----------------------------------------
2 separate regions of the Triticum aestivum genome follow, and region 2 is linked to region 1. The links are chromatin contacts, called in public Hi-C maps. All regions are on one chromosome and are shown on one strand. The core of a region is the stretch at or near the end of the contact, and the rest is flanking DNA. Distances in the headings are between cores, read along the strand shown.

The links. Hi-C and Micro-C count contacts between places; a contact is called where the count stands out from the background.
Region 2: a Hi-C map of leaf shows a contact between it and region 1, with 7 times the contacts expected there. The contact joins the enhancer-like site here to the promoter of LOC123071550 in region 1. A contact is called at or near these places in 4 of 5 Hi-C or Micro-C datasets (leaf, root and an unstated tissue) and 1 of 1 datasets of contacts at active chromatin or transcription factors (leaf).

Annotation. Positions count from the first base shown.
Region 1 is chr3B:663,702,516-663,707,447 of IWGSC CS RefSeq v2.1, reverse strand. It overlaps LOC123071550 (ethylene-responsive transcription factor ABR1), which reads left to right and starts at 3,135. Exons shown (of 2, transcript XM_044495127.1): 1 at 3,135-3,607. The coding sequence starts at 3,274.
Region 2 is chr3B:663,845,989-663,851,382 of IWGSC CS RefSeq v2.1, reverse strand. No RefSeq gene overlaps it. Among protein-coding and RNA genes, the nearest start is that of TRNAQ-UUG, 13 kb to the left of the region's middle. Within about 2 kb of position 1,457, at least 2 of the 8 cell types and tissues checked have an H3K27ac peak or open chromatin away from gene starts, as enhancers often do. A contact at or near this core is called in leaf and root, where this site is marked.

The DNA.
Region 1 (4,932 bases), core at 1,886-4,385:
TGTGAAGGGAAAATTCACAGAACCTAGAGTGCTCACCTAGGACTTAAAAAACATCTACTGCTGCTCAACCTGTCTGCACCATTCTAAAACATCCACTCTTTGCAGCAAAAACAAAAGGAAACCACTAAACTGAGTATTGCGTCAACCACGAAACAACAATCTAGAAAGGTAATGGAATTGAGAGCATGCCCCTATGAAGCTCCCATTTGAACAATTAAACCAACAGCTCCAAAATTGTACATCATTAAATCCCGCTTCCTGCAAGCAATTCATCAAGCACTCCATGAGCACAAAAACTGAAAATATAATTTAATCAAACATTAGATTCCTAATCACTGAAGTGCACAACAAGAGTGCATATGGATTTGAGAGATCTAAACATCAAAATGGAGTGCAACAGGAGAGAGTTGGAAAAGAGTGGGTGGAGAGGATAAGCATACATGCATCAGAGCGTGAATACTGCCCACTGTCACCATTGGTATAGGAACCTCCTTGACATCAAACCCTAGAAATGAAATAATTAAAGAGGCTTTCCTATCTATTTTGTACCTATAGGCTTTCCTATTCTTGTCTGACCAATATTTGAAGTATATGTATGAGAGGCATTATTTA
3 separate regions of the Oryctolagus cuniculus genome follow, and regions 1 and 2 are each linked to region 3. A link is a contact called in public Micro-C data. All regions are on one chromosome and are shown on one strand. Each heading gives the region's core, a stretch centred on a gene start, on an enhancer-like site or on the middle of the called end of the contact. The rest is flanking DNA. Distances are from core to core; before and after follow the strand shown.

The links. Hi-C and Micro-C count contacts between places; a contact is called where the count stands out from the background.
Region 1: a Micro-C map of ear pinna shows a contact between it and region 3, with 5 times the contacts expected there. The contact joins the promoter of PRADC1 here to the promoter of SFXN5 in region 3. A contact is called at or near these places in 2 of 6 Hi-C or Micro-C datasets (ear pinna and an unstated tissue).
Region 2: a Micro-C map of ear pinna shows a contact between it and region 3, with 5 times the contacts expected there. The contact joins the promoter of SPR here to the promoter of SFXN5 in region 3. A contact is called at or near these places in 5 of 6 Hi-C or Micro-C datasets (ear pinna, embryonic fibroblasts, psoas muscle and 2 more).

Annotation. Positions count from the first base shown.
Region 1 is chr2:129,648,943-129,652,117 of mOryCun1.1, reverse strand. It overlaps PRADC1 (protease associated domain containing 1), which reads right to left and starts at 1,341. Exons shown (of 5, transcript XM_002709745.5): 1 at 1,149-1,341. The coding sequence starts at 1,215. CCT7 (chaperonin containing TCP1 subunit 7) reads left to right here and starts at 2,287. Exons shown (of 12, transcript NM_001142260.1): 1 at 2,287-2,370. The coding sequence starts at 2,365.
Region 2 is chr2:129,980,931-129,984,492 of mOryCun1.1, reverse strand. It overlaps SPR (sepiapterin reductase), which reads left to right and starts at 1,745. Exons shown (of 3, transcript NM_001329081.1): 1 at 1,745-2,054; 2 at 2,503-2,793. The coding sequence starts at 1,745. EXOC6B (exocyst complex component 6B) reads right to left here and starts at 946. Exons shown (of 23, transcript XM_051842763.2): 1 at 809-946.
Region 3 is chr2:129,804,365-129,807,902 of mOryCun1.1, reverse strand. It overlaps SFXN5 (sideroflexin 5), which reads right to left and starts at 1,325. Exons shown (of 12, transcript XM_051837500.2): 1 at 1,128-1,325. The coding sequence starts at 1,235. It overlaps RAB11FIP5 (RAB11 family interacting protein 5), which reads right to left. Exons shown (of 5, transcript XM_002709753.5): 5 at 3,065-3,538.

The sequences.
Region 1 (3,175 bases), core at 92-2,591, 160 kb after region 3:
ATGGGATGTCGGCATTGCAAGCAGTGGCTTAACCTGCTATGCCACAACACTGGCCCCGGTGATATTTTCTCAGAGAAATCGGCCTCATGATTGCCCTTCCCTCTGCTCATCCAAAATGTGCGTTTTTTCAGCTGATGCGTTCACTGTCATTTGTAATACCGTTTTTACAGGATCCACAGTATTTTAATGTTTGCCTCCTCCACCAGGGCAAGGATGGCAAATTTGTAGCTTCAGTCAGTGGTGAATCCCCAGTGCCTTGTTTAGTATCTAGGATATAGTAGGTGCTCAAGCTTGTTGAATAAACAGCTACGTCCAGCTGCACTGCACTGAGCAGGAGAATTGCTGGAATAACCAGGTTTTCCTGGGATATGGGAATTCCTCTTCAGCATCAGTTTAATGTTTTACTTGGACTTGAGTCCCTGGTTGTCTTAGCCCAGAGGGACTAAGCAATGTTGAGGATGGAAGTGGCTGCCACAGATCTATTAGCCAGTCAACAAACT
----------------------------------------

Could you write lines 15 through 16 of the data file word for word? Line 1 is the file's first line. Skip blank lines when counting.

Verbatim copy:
Region 1 is chr2:129,648,943-129,652,117 of mOryCun1.1, reverse strand. It overlaps PRADC1 (protease associated domain containing 1), which reads right to left and starts at 1,341. Exons shown (of 5, transcript XM_002709745.5): 1 at 1,149-1,341. The coding sequence starts at 1,215. CCT7 (chaperonin containing TCP1 subunit 7) reads left to right here and starts at 2,287. Exons shown (of 12, transcript NM_001142260.1): 1 at 2,287-2,370. The coding sequence starts at 2,365.
Region 2 is chr2:129,980,931-129,984,492 of mOryCun1.1, reverse strand. It overlaps SPR (sepiapterin reductase), which reads left to right and starts at 1,745. Exons shown (of 3, transcript NM_001329081.1): 1 at 1,745-2,054; 2 at 2,503-2,793. The coding sequence starts at 1,745. EXOC6B (exocyst complex component 6B) reads right to left here and starts at 946. Exons shown (of 23, transcript XM_051842763.2): 1 at 809-946.